Three Afro-Latino baseball players you ought to know

Intern Jhensen Ortiz spent the summer researching integration narratives of Afro-Latino baseball players. Just in time for the World Series, he shares the stories of three players whose names may be less recognizable than Roberto Clemente.

Two images. On the left, a Pittsburgh Pirates baseball jersey with the player number, 21. On the right, a weather Pirates helmet decorated with the team's "P" symbol.
Roberto Clemente played for the Pittsburgh Pirates for 18 seasons and is a baseball legend and inspiration to many Latino baseball players (1981.0706.03, 1981.0706.06)

Roberto Clemente (1934-1972) helped change American views of Latinos in baseball and helped open the door for many future generations of Latino ballplayers, but his is not the only Afro-Latino name worth knowing in the sport. Many other Afro-Latinos have made an impact on baseball, including "Minnie" Miñoso, Juan Marichal, and Matty Alou.

As I researched Afro-Latino baseball players' experiences and objects in the collection, I learned that because of their ethnicity, ballplayers of Afro-Caribbean descent were sometimes perceived as having an easier road to Major League Baseball compared to African Americans. But the stories of these players' lives aren't so simple.

Born in Havana, Cuba, in 1922, Saturnino Orestes Armas "Minnie" Miñoso played 14 seasons in Cuba and was one of the best players in the country prior to his arrival to the United States in 1949. He played left field and third baseman for 17 years with the Chicago White Sox, even earning the nickname "Mr. White Sox." He is one of only two players to have played in five decades, also spending time with the Cleveland Indians, Washington Senators, and St. Louis Cardinals until retiring with the White Sox in 1980. Well-known for his breathtaking speed on the bases, the Afro-Cuban won the Gold Glove Award three times in 1957, 1959, and 1960.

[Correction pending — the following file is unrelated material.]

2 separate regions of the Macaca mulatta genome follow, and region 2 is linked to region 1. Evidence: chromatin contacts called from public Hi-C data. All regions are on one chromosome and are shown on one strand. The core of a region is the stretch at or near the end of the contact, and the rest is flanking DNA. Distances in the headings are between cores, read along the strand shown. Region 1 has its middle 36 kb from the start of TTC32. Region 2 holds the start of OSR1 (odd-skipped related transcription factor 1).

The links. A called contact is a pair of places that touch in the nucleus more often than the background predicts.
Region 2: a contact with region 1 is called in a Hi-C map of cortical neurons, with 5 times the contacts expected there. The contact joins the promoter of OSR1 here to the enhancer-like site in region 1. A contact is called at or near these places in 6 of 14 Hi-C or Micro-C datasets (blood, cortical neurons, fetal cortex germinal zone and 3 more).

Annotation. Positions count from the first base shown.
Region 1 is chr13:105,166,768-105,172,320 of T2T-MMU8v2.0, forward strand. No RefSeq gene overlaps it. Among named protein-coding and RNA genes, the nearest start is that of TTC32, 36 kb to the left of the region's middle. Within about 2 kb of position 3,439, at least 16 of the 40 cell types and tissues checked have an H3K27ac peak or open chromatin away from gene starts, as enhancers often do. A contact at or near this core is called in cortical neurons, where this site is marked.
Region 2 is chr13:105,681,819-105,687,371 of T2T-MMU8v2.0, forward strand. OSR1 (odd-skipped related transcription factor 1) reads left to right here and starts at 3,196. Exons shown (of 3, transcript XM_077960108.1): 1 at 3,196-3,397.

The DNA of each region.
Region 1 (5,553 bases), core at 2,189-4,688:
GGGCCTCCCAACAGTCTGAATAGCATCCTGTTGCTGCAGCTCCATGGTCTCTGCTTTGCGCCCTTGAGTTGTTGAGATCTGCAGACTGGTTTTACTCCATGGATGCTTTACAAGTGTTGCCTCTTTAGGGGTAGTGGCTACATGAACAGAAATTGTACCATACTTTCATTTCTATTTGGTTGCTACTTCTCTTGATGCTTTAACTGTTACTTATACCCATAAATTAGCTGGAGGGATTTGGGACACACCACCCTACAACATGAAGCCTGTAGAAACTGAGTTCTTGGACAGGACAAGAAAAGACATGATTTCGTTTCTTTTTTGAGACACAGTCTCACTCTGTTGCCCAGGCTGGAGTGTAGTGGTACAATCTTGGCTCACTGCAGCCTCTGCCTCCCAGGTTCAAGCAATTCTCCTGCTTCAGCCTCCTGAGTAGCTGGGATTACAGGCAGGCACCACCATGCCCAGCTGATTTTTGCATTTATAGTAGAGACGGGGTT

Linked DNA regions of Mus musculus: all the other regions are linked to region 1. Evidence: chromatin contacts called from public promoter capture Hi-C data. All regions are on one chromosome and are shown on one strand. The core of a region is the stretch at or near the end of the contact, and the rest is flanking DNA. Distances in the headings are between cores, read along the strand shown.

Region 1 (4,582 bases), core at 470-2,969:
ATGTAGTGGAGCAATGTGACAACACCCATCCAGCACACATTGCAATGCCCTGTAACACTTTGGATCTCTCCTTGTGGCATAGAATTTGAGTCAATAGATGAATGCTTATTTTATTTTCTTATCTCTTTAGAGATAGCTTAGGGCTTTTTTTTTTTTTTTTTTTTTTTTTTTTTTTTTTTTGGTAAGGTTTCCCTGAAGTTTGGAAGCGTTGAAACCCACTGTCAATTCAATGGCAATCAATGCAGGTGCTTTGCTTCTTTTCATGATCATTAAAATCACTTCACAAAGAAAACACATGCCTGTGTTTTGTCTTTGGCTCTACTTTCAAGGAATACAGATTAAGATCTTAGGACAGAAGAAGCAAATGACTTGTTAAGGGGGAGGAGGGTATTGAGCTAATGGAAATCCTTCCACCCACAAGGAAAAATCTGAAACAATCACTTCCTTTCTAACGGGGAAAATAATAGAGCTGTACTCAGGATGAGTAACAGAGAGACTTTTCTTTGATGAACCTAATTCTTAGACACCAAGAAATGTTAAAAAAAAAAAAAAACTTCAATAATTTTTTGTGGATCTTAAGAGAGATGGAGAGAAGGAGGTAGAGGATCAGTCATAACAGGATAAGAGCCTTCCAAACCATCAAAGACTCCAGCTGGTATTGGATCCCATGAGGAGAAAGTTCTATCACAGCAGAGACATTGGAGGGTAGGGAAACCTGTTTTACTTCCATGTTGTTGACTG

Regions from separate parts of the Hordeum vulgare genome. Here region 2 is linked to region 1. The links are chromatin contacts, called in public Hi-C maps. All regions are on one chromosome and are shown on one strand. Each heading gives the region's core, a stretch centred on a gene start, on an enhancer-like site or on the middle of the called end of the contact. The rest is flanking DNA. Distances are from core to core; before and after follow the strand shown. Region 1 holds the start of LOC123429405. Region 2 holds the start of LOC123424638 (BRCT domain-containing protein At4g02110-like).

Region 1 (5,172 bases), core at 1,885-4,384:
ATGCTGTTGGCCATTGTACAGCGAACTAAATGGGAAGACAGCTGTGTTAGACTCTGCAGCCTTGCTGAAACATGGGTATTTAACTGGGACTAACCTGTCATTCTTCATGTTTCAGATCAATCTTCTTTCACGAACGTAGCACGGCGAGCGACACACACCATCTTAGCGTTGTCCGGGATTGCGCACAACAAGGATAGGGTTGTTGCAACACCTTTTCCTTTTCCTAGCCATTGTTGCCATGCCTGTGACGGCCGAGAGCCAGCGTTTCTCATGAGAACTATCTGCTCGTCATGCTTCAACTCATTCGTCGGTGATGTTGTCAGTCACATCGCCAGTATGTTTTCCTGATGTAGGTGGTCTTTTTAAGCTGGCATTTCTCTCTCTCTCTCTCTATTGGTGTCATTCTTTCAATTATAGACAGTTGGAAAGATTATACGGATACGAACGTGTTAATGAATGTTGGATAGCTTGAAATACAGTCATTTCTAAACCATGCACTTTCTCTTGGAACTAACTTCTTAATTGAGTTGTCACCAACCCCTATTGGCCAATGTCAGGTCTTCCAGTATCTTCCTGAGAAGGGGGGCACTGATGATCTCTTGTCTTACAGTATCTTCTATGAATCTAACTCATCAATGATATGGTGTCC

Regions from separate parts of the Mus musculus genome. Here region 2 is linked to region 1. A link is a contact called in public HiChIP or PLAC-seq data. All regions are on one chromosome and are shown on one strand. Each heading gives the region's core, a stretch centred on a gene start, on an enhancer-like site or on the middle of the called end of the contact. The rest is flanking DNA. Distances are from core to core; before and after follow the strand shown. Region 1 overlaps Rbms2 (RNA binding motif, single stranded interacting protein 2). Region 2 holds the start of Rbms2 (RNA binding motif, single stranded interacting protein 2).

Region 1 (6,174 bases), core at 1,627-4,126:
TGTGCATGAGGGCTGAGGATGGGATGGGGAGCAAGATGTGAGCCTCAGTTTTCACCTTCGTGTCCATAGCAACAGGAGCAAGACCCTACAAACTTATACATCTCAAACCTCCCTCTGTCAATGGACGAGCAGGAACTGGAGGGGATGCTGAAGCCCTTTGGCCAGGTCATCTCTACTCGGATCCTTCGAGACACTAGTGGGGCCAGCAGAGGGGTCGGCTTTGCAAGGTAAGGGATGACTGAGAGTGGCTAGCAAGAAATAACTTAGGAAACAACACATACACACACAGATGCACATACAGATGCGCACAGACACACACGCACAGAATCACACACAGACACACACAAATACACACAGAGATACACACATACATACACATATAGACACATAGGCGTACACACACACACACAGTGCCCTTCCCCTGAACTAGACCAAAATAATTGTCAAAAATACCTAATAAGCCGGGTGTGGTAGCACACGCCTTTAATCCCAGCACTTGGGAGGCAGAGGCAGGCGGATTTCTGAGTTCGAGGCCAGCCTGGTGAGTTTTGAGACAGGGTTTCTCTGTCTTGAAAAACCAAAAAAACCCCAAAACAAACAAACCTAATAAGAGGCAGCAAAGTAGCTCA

Yellowed baseball signed by members of the 1953 White Sox
Afro-Cuban baseball player Minnie Miñoso achieved excellence despite racial segregation and was a hero to many Afro-Latino ball players including Clemente. This baseball is signed by Miñoso and other players of the 1953 Chicago White Sox. (CL.310547.119)

While Spanish speaking players such as Luis Aparicio played in Major League Baseball before integration, players like Miñoso faced the additional difficulty of battling 1950s views on skin color. Miñoso holds a distinctive place in the history of baseball integration as the first black Latino in the Major Leagues, a place solidified by his role in the 1951 integration of the Chicago White Sox, the third American League club to integrate. Miñoso also contested notions of identity in baseball. Author and University of Illinois professor Adrian Burgos, Jr. notes, "Pioneering Afro-Latinos did not receive the same type of unwavering support from the Black Community in big league towns as that accorded African Americans." Miñoso challenged the question of whether one could be both Black and Latino.